Even with Democrats gaining control of the U.S. Senate after the Georgia runoffs, their majorities in the House and Senate will limit the extent to which President-elect Joe Biden’s ambitious agenda will realized. Democrats in the House, lead by House Education and Workforce Committee Chairman Bobby Scott (D-VA), put forward last year an ambitious proposal that would authorize $261 billion over 10 years to address the school budgetary crisis brought about by the pandemic and provide for investments in teachers and other salaried employees. Some 2 million educators are expected to lose their jobs over the course of the pandemic due to budget cuts.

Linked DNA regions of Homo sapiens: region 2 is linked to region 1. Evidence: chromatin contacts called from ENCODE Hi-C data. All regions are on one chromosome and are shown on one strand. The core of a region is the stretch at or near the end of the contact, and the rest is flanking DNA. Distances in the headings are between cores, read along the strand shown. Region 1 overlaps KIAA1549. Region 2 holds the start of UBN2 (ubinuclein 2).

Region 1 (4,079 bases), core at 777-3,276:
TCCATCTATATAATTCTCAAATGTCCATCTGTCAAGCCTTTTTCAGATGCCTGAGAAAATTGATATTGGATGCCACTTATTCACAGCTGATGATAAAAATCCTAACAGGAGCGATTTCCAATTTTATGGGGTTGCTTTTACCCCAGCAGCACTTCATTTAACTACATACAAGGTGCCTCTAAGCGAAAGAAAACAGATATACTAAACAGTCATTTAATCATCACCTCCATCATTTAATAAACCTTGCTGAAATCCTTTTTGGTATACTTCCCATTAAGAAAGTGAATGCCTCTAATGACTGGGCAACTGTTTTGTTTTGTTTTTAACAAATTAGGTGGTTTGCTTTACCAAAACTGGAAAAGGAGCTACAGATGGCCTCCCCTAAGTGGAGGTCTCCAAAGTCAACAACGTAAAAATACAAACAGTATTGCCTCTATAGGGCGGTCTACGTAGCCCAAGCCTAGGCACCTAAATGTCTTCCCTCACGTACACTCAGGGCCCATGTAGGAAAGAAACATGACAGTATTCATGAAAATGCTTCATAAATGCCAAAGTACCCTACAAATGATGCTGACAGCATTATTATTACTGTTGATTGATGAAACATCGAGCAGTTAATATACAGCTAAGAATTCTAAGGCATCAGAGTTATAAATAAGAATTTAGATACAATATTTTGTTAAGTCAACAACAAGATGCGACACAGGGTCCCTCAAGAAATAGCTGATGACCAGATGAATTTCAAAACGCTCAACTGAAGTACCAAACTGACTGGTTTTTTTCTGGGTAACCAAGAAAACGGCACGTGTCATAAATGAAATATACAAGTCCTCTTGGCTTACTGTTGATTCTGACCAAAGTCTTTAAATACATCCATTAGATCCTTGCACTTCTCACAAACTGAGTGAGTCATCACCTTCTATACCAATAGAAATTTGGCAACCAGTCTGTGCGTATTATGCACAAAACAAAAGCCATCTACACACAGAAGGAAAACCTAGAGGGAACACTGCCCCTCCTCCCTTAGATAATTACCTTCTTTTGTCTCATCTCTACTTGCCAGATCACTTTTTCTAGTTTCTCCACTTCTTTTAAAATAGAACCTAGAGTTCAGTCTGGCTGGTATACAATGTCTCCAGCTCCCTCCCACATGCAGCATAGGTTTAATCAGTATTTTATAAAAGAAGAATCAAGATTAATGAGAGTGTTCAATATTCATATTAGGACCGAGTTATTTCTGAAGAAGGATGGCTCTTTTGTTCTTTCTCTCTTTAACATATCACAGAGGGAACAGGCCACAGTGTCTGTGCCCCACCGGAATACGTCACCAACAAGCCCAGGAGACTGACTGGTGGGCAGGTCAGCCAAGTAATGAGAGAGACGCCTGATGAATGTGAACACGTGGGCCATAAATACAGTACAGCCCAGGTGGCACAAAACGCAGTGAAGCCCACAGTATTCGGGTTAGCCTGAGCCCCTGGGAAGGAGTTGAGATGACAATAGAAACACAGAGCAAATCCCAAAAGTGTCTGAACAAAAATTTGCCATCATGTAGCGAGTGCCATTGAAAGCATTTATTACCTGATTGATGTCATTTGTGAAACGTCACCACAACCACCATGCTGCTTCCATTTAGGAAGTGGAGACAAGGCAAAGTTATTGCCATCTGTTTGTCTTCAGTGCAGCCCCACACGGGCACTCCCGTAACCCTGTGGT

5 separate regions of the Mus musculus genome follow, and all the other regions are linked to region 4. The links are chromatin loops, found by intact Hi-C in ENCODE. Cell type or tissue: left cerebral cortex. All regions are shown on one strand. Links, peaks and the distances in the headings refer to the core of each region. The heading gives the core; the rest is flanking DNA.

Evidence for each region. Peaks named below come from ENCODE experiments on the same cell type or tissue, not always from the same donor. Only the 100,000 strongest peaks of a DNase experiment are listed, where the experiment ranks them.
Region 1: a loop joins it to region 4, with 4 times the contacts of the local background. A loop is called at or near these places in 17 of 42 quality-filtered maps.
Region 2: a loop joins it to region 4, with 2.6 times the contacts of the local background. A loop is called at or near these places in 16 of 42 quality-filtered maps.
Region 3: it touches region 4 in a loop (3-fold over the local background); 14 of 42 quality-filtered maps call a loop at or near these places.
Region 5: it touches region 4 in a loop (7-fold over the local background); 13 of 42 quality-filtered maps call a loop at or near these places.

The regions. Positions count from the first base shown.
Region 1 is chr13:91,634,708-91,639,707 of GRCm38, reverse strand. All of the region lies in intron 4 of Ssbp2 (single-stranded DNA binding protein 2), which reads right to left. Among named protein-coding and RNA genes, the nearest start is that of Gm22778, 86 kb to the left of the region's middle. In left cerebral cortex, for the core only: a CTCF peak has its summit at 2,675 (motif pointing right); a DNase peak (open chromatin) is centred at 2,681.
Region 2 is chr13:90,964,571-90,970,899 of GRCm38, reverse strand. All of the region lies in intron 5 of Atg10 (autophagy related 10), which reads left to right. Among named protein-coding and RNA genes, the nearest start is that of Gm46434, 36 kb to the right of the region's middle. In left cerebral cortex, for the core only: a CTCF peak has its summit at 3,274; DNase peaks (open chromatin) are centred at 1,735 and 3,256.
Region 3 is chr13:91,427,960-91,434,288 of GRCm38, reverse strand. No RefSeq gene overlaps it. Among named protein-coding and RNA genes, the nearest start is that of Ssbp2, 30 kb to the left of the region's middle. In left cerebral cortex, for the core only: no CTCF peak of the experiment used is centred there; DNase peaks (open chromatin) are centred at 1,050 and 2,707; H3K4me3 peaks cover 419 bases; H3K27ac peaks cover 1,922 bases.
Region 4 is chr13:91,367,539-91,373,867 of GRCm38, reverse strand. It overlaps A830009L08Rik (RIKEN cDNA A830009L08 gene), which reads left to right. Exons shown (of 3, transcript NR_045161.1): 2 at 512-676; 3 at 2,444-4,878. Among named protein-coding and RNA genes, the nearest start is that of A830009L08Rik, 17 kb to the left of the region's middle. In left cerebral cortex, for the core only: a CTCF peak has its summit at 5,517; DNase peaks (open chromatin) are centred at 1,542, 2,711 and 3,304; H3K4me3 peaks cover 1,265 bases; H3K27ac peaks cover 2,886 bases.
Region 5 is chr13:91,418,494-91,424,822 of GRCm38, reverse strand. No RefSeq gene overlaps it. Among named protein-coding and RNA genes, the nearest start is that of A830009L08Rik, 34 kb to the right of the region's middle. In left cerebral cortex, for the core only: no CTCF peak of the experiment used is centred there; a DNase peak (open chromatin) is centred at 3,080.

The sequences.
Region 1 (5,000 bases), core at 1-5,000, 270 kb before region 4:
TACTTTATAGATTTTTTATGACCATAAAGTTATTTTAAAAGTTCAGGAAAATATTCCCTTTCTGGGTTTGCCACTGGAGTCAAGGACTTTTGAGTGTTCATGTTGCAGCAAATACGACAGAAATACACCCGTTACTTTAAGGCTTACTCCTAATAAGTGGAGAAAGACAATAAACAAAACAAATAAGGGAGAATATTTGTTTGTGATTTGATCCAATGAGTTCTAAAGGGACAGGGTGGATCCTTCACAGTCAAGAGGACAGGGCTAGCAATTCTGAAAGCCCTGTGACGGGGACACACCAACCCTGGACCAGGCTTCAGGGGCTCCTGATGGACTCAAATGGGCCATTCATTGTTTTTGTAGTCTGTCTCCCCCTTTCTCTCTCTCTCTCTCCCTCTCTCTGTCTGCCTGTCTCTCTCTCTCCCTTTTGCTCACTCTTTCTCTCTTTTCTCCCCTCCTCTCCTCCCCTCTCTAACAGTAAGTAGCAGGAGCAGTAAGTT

Education advocates are going to push for both COVID-19 economic relief as well as for capital investments for antiquated infrastructure, significant increases to Pell Grants, and for student debt relief. All these priorities carry huge price tags and will be tempered by conservative lawmakers who are averse from large federal spending programs outside of defense. But given the pandemic and its increased costs and learning gaps it has created, and with the achievement gaps in pockets throughout the county, alongside very antiquated infrastructure, there may be a way forward through bipartisan collective action.